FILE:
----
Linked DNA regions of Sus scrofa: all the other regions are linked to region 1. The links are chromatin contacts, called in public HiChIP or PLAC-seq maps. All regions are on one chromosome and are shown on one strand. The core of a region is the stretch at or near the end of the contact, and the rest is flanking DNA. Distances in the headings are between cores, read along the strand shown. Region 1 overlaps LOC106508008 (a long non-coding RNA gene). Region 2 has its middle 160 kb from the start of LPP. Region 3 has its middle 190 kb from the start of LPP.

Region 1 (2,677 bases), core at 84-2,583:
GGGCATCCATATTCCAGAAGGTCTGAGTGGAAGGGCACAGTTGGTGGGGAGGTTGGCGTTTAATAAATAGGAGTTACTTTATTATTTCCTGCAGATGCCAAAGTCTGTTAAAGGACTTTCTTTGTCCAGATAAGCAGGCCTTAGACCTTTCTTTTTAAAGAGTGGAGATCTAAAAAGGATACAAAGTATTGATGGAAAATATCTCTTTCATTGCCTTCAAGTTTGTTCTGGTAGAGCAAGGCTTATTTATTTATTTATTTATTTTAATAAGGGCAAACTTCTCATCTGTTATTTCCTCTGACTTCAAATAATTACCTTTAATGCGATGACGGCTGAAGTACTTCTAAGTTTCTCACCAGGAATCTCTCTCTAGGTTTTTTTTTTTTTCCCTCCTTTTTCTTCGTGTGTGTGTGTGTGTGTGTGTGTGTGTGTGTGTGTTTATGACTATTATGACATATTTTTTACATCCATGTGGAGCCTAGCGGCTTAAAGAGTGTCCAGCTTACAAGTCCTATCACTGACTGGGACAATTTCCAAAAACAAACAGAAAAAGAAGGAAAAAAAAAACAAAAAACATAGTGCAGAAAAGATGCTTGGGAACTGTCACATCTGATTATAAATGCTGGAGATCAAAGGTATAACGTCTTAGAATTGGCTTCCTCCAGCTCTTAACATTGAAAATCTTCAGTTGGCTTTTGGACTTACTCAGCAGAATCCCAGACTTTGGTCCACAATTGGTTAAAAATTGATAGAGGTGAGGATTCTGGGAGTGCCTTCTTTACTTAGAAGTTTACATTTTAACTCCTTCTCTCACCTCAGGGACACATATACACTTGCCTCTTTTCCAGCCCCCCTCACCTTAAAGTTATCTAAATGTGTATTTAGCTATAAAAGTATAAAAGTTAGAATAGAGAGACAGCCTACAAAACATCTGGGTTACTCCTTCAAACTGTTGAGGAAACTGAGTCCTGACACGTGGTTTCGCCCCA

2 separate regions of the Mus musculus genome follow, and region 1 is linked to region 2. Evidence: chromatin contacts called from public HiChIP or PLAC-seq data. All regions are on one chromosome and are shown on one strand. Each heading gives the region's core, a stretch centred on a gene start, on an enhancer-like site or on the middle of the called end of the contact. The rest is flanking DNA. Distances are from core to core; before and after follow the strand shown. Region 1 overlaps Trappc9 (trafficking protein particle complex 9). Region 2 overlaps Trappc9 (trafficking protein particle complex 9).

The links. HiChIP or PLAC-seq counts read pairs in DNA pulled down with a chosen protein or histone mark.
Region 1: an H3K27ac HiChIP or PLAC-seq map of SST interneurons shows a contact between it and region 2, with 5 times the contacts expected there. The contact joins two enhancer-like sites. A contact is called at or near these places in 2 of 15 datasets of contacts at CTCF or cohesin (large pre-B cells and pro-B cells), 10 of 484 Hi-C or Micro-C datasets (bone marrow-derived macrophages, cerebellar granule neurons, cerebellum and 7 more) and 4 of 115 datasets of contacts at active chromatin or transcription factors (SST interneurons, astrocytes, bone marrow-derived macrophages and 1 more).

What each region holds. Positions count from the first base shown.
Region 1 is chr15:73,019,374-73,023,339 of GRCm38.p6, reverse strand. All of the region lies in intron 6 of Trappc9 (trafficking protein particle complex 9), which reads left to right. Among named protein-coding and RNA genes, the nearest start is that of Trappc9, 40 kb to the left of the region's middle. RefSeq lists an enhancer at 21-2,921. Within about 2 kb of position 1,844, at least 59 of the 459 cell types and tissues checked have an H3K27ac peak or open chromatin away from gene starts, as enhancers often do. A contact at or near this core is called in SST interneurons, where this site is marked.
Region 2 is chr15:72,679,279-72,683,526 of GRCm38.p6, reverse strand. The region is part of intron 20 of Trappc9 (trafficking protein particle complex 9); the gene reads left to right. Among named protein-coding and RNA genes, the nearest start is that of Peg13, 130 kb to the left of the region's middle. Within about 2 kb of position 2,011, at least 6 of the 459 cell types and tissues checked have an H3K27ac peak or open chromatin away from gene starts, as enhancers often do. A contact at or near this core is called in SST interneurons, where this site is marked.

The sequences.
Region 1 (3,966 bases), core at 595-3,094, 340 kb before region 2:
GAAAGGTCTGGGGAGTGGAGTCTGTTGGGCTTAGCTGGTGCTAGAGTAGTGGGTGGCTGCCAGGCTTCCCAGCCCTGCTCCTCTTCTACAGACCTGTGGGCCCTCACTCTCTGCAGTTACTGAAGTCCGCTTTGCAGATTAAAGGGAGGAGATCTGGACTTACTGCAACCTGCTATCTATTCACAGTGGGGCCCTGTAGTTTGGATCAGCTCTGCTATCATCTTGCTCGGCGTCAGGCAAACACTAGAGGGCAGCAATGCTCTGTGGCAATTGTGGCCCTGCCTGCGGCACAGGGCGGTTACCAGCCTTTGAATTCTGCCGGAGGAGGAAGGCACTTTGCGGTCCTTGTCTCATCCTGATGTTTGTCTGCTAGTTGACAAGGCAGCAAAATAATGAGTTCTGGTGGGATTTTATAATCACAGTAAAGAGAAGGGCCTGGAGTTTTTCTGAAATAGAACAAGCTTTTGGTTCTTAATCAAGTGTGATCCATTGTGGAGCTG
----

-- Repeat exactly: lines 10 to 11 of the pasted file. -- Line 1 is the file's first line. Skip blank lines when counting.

The sequences.
Region 1 (3,966 bases), core at 595-3,094, 340 kb before region 2: